Kotra names 4 nations crucial to export success
Kotra CEO Kim Jae-hong vowed the agency’s trade assistance offices in those countries will help with the initiatives at a press conference held on Wednesday in central Seoul.
The four markets were named because of recently established free-trade agreements (FTA), relieved sanctions or other factors that include special events like the 2016 Summer Olympics.
China, the nation’s biggest export partner, still remains an important target market for trade despite concerns about its slowing economic growth. With aid from the recently signed FTA with the country, Kotra will hold export consulting sessions through all of its 17 trade offices in China, mainly during the first half of this year.
For Iran, which grew to be an attractive new market for Korea after sanctions were lifted, Kotra will hold a business forum and publish guides about how to enter the country, also during the first half of the year.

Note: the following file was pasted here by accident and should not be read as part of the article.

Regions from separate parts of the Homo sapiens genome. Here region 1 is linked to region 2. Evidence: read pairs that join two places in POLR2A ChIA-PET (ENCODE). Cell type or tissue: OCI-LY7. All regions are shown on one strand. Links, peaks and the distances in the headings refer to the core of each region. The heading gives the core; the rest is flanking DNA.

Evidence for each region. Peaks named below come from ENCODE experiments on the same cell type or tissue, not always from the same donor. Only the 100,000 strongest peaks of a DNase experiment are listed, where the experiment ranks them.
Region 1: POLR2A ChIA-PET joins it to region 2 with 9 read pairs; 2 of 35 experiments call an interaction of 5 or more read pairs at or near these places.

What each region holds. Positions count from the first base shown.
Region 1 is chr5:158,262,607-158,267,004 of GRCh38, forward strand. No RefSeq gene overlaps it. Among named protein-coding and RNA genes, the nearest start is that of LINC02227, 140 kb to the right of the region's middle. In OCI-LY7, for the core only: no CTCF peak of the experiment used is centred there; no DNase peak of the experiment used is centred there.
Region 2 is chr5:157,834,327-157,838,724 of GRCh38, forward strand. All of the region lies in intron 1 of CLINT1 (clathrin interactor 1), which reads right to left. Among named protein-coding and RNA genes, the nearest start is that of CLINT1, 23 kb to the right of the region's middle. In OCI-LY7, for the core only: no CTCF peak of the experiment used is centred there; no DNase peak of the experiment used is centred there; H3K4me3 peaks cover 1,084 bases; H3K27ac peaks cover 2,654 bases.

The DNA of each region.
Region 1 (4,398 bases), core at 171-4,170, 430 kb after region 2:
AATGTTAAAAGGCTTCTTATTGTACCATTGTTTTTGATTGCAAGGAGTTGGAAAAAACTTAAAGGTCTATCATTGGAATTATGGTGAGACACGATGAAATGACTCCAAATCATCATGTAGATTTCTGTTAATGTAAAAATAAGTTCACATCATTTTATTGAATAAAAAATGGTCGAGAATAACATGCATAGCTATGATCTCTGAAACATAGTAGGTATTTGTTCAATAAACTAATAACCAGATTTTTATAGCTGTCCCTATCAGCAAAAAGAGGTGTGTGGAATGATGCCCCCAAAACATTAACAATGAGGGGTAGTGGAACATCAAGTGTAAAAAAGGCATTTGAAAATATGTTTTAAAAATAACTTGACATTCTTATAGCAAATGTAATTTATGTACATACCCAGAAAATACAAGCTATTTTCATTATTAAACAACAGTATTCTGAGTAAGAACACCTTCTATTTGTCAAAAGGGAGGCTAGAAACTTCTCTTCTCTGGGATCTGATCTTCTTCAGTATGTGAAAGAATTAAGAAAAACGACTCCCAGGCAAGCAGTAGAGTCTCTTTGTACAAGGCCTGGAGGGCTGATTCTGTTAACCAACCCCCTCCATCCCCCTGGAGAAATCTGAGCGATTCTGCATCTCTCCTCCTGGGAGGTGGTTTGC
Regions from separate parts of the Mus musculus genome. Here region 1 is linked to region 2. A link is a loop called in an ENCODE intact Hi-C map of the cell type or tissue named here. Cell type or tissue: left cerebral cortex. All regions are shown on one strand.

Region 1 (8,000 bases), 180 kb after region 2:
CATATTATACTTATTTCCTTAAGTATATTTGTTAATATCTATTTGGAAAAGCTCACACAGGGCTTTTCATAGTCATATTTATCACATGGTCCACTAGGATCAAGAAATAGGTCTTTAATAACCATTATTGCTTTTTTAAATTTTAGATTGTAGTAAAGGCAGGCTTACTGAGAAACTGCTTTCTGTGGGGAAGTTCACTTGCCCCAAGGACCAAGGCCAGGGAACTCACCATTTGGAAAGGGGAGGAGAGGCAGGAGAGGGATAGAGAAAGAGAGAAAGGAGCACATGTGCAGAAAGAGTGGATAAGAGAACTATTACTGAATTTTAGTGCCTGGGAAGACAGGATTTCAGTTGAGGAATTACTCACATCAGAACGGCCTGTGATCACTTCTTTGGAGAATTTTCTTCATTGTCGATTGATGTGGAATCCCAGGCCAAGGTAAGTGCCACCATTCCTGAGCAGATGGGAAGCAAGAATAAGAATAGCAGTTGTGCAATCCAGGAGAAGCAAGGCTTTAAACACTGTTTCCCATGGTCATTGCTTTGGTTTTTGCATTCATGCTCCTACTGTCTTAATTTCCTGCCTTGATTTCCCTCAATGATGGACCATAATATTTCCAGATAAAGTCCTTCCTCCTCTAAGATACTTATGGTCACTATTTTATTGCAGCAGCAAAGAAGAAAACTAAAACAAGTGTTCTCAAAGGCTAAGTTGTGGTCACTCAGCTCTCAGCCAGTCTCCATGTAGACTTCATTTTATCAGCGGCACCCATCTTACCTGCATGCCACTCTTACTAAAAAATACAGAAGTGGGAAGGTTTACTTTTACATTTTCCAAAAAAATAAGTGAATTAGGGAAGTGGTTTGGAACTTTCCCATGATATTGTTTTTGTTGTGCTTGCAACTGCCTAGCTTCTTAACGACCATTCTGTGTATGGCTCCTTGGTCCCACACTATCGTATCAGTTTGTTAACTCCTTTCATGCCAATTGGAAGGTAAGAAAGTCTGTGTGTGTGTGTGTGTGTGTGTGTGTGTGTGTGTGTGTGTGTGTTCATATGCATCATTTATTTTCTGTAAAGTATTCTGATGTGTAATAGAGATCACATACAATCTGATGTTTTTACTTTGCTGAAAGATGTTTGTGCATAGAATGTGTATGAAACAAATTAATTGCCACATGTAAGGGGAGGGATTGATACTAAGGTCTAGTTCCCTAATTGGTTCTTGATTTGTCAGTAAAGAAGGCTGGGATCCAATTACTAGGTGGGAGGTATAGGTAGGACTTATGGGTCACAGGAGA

Brazil was included mainly because of the upcoming Olympics to be held in Rio de Janeiro. The agency will host exhibitions that feature Hallyu, or the Korean Wave, to make new opportunities for trade around the event. Vietnam stepped up as the third biggest export market last year and the agency will aid Korean companies to take advantage of the second year of the FTA with the country.
To effectively penetrate these markets, Kotra emphasized the role of the nation’s small and midsize companies, which it hopes to expand and offer new chances to export their goods and services.
In line with the government’s proposal of its plans to assist some 5,000 small and midsize enterprises with low or zero export revenue, Kotra announced it will match companies beginning to export with expert advisers for strategic consulting. Over 100 experts have been newly arranged or hired.
While Korean economy is highly dependent on sales from exports, the trembling global economy has closed the pockets of major trade partners, causing a steep decline in exports to all continents except Europe in January compared to last year, according to Kotra.
BY KIM JEE-HEE [firstname.lastname@example.org]